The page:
Gold and oil don’t have much in common. The former, which is almost never consumed, is generally admired in one form or another for eternity; the latter is destined for a relatively short life after extraction from its natural environs. There is one exception, though. Gold and oil share an infamous link: inflation.
Gold is the medium that historically has offered a hedge against inflation. Oil, if its price rises high enough and stays elevated long enough, is said to be a primary driver of inflation at a rate above and beyond what central banks consider acceptable.
The value of the link as a window on the future, like most relationships where money’s concerned, is open to debate. Empirically, this makes perfect sense. The instances of twin bull markets in gold and oil that’s also accompanies by rising inflation are relatively rare. The last clear example came in the late-1970s and early 1980s.
So, where’s the relevance? In the eye of the beholder.
For those who believe, the current dance of gold and oil looks potent. Gold and oil, in case you didn’t notice, are running higher. The metal that many equate with money soared yesterday by more than $10 an ounce to $613 and change, the highest in a generation. Oil, meanwhile, closed up a buck in New York futures trading to close on Monday at over $70 a barrel, a new all-time high. The fact that both commodities are ascending together, with conviction, raises questions about what it means.
The easy conclusion is that the inflationary warning signals are running full out. Yes, geopolitics is arguably the main driver in the bull market in energy. But if energy’s inflationary signal casts a long shadow, the reasons for the price hike are all but irrelevant. Or so says the gold market.
And then there’s the bond market. Yes, the yield on the 10-year Treasury Note slipped slightly yesterday, although it still held above 5.0% for the second trading session. The five-percent mark is the highest since June 2002.
More than a few eyes are focused on the bond market as a means of tipping the scale one way or the other–lending confirmation or denial to gold and oil’s warning. If the 10-year yield keeps rising, the trio of omens will be that much tougher to ignore.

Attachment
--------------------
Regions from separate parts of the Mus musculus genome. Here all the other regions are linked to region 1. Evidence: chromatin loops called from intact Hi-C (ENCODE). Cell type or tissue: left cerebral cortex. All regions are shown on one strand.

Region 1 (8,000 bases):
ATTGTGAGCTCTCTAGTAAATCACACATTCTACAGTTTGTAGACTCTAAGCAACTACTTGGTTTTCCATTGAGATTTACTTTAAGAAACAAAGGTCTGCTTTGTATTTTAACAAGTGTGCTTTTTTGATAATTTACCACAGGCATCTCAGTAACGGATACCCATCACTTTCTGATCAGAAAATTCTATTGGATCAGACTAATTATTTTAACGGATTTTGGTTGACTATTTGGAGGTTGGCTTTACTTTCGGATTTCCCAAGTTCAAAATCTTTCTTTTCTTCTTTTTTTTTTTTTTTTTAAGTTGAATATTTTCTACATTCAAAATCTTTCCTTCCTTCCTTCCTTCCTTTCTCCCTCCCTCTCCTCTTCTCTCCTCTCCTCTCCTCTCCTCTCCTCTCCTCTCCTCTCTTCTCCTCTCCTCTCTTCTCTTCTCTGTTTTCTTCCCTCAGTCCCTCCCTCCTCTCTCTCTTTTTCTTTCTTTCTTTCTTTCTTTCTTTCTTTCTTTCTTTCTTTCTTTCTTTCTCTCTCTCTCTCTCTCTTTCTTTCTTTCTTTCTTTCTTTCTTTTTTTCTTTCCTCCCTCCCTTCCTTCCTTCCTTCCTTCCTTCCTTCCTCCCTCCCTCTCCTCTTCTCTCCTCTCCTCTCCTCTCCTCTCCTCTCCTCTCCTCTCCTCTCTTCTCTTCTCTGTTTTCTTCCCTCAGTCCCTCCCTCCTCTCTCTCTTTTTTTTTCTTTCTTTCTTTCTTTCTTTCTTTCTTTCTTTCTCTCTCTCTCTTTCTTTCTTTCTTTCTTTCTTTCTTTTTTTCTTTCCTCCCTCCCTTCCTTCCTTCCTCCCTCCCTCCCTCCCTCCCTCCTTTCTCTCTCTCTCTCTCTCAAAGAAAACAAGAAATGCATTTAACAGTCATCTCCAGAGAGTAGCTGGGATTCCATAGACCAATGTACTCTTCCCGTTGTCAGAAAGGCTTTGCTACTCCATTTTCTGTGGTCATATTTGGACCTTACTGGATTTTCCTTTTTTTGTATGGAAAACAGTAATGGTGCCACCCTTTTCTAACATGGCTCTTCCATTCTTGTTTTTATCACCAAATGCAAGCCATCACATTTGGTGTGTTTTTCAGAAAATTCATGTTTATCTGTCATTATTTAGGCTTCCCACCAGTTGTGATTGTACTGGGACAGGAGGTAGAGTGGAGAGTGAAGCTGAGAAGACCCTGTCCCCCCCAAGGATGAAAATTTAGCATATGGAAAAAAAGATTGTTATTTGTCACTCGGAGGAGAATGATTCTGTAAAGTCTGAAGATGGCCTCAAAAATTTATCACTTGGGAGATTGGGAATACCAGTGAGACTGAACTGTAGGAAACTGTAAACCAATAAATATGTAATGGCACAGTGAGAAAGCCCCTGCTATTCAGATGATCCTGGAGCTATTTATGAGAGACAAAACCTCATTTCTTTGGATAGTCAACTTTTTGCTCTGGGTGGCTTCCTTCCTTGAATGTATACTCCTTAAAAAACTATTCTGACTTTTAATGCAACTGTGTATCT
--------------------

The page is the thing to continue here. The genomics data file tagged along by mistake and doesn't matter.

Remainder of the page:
That’s why attention on the housing market is destined to increase for the foreseeable future. The housing market is the Fed’s favorite benchmark these days for deciding if the central bank’s having any effect on investor perceptions. There’s just one problem: defining the real estate trend du jour is more art than science.
Any number of statistics define housing on any given day: new housing starts, existing home sales, mortgage activity, to name just three of the usual suspects. Unfortunately, housing numbers can and do give conflicting signals at times. Consider that the latest installment of the National Association of Home Builders sentiment index registered a decline, giving the bond market reason to buy and thereby lower yields a bit on Monday. Score one for the Fed and its campaign to slow the real estate bull.
But the message hasn’t yet found its way into every nook and cranny of the property market. In fact, by some accounts the market isn’t slowing so much as it is returning to something approaching a calmer state of supply and demand. “We’re returning to normal,” Ellen Daly, founder of Daly’s Properties Shoppe in Gardner, Mass., tells the Sentinel & Enterprise. “We’ve had a very, very brisk market for several years and it just sort of plateaued a little, and now it’s coming back at a nice, normal comfortable pace.”
Is that perspective widespread? Will it convince the Fed to call off its rate-hike assault? Or, is the property market cooling at a pace that Daly and others don’t yet recognize? Such questions aren’t easily answered when it comes to the real estate market. As a result, it’s not yet clear if the gold and oil markets are harbingers of trouble or just isolated bull markets?
The case for arguing the two are isolated rests heavily on the fact that the government’s official measure of inflation has been calm and well behaved of late. In fact, an update of consumer prices for March comes tomorrow, giving another opportunity to embrace or dismiss the gold/oil show.
Even so, there’s a mismatch of timing when it comes to searching for clues about inflation with commodities that are priced in real time. Traders must buy and sell now, this second. The forces that send inflation higher, or lower, are slow moving, and at times virtually imperceptible to the garden variety analyst. That won’t stop the markets from making a bet, although the accuracy will remain in doubt until hindsight renders its always perfect analysis.
In the meantime, it’s anyone’s guess. At this moment in history, any number of macroeconomic and geopolitical catalysts are waiting in the wings, fomenting the variables that hold the potential to surprise and shock on a scale that’s grander than usual.
Volatility, it seems, may be the only sure bet when it comes to bull markets for the foreseeable future.